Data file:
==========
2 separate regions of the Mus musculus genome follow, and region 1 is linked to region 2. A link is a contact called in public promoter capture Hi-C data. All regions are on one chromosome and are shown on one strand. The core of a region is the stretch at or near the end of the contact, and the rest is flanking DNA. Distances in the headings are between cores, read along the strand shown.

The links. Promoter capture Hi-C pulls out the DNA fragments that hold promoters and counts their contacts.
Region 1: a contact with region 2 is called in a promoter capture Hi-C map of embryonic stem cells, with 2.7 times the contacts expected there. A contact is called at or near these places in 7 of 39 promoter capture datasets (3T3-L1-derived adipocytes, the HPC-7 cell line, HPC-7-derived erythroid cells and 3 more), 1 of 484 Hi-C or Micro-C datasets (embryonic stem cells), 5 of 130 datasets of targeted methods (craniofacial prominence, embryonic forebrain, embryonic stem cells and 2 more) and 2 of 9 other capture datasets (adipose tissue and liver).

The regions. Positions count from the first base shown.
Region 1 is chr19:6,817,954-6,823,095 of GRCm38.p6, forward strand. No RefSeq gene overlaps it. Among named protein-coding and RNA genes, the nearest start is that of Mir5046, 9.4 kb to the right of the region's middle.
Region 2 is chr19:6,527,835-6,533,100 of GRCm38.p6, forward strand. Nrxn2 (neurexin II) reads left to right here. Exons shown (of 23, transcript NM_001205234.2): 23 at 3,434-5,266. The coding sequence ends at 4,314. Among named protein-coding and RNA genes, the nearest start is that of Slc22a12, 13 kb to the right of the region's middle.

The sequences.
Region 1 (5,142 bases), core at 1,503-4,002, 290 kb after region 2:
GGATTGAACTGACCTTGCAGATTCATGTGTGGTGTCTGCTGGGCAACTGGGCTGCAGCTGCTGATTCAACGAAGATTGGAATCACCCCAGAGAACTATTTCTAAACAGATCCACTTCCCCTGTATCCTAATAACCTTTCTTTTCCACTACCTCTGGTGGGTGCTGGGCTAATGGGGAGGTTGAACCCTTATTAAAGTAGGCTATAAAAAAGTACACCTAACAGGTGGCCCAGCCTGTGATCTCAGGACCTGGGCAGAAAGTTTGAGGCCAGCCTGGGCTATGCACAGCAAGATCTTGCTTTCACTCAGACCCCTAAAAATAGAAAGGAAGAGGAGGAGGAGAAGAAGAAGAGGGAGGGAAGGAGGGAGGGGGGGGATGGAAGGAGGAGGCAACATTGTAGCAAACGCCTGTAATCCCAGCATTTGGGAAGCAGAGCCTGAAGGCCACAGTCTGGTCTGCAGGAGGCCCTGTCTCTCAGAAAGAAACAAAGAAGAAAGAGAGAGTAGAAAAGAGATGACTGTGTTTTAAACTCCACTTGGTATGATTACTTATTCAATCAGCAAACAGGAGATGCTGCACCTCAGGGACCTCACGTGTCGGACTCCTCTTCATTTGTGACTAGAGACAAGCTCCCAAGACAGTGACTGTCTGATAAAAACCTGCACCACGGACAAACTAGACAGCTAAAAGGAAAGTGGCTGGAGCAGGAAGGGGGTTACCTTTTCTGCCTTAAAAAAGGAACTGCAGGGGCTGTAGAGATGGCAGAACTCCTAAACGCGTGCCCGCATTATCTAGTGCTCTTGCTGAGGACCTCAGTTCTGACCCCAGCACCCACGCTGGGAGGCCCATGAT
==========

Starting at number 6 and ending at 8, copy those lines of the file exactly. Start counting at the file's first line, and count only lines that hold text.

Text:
Region 2 is chr19:6,527,835-6,533,100 of GRCm38.p6, forward strand. Nrxn2 (neurexin II) reads left to right here. Exons shown (of 23, transcript NM_001205234.2): 23 at 3,434-5,266. The coding sequence ends at 4,314. Among named protein-coding and RNA genes, the nearest start is that of Slc22a12, 13 kb to the right of the region's middle.

The sequences.
Region 1 (5,142 bases), core at 1,503-4,002, 290 kb after region 2: